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How are we eating plastic?

Little Mashies food wraps, Little Mashies reusable straws, Little Mashies reusable baby food pouches


This week The University of Newcastle released a study that compared and collated 50 research papers from around the world in an aim to discover how much Microplastic we are consuming. It turns out we ingest about 5 grams a week. That’s the equivalent to a 250 gram block of butter per year! So my 7 year old daughter Ariella is likely to have ingested more than 1.5kgs of microplastic so far in her life. That thought is horrific! The next thing they plan to study is the likely effect on human health but do we need to wait until then to stop using single use plastic? Canada and the European Union have already decided to ban single use plastic items by 2021. Australia... why are we so behind on this? Our children matter too!

We are not hopeless though. We don’t have to wait for our gov to ban single use plastic we can start to change our habits now. I wrote to Ariellas school this week with a bunch of video links, lesson plans, and resources so they can make the school single use plastic free. I will not stop until they listen because 250 grams a year is too much!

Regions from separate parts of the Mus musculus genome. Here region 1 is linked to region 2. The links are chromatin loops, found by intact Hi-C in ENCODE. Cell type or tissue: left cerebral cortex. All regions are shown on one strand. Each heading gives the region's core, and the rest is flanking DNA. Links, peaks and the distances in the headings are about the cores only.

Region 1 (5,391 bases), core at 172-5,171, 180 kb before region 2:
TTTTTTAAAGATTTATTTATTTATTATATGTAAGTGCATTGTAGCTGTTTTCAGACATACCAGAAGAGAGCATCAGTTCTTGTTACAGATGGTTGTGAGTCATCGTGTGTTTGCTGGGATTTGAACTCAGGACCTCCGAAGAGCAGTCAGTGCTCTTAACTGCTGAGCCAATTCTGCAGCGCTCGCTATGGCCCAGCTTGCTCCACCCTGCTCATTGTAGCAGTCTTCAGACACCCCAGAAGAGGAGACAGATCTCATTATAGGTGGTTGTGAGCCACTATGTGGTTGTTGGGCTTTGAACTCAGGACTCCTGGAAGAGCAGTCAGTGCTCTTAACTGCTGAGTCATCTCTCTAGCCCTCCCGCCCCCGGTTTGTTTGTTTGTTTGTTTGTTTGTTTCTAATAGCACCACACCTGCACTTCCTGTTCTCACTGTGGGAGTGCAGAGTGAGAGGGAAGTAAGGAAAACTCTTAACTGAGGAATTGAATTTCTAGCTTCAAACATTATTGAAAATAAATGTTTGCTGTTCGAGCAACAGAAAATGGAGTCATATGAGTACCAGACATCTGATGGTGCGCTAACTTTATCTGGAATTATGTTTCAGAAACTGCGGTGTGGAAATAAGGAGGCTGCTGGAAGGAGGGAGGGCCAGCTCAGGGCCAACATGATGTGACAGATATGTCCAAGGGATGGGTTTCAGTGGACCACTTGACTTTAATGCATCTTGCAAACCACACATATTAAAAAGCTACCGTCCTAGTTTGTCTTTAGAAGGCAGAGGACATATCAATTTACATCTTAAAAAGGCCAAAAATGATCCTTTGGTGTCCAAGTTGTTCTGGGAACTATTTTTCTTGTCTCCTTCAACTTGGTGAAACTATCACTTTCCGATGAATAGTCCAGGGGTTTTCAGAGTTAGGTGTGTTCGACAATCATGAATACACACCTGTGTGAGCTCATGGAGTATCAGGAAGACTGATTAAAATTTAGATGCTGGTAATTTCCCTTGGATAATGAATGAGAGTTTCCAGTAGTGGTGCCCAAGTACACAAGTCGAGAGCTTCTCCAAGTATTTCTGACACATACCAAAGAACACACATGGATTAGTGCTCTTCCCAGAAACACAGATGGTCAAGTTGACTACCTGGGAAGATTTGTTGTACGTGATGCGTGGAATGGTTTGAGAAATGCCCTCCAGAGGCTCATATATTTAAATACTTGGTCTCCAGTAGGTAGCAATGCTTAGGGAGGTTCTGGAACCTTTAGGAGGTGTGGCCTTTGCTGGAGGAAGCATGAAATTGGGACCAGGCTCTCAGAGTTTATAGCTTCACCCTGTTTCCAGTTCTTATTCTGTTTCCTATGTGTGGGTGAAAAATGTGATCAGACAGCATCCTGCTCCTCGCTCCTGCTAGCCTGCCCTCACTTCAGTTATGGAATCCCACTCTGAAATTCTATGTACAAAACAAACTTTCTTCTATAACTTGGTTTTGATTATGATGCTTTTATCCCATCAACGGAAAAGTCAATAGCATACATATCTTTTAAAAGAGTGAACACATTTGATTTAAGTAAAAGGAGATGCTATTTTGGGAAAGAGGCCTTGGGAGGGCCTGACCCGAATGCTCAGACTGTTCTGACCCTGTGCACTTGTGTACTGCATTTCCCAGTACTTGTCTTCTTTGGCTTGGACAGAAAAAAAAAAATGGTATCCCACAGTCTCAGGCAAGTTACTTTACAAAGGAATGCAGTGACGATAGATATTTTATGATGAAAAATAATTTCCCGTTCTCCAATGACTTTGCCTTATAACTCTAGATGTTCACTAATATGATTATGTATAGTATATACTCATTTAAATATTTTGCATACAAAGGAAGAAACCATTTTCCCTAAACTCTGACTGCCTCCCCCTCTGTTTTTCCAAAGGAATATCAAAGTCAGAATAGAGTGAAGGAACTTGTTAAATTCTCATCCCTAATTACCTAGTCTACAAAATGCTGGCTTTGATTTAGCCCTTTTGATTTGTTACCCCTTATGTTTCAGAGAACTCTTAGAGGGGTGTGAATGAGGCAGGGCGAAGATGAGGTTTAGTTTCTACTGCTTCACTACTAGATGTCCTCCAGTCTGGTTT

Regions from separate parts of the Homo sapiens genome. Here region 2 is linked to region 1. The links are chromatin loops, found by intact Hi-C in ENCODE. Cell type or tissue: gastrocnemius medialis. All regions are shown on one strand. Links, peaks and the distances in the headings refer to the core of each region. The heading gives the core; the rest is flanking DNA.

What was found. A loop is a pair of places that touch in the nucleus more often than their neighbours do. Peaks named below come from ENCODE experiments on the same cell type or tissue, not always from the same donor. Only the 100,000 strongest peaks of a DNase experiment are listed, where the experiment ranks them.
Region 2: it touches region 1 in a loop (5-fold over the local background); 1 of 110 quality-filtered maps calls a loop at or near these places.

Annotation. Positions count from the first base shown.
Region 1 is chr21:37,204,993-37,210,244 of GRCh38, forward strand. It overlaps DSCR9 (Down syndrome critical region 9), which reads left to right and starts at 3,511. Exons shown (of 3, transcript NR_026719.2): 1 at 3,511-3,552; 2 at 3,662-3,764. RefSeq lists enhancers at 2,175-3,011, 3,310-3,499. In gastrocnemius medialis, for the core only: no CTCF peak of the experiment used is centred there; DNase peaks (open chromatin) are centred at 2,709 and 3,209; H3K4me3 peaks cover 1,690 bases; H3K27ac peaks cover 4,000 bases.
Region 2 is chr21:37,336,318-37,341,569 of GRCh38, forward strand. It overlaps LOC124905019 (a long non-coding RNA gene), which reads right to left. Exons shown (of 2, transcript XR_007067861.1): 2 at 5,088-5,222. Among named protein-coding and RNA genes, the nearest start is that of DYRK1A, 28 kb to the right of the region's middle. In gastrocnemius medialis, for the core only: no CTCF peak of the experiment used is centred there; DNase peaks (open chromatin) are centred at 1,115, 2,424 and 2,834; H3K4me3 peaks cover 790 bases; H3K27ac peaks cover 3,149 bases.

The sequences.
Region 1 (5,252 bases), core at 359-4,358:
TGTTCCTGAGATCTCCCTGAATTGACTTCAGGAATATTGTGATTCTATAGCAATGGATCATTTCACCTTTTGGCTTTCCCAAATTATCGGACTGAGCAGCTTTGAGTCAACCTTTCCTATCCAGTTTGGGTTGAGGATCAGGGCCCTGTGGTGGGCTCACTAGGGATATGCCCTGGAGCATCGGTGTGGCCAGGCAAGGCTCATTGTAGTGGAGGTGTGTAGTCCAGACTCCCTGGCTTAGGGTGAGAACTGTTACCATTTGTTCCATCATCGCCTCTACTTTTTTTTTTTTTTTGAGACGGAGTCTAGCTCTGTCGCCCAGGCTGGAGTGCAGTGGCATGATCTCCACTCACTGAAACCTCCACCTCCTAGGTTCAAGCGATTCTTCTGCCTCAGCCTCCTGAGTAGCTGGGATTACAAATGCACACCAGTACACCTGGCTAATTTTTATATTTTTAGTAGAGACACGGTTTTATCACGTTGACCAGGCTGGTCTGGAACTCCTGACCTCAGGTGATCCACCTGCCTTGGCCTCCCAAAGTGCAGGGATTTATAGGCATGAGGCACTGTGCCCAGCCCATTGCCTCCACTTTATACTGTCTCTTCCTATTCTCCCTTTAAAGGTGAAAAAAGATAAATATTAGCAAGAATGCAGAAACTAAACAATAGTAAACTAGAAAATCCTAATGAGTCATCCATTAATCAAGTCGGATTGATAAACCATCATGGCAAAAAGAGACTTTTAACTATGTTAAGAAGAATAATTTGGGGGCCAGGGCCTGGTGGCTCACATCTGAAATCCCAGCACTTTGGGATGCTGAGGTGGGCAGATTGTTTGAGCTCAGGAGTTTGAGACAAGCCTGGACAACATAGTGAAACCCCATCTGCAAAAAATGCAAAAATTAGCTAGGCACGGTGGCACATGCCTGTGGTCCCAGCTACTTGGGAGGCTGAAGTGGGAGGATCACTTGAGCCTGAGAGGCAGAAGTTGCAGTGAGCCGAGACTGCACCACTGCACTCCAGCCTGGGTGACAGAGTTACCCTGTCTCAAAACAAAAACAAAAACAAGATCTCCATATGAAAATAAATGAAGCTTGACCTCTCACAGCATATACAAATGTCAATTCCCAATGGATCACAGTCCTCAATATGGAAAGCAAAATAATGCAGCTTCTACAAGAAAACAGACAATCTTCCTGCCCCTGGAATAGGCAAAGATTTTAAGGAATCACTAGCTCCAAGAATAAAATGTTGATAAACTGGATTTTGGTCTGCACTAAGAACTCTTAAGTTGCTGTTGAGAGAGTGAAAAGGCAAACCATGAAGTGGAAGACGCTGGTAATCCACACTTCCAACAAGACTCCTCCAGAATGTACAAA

Don’t buy plastic wrapped in food

And the University of Newcastle paper isn’t the only one to announce these figures. The University of Victoria in Canada analysed 26 research papers and also concluded that people are ingesting at least 50,000 pieces of microplastic a year. For an explanation of what Microplastics are this 1 minute CNN video shows it really well.


Other than the obvious disturbing facts about us ingesting plastic a lot of the microplastic we are consuming could contain phthalates (DEHP) and the chemical BPA. Both chemicals are potentially harmful to human hormones, reproductive systems, and early childhood development and in many plastic products these chemicals still aren’t banned. More studies need to be done on the effects of low-dose chronic exposures to these chemicals because now we know we are consuming them in our drinking water, beer, seafood and salt. 

It’s clear we have got to put a stop to how much plastic we are each putting into the environment and food chain. If not for us then for our children, and for Earth!

Little Mashies reusables

For more info see this toolkit by Earth Day Org.


For a full list of articles about the University of Newcastle study see here: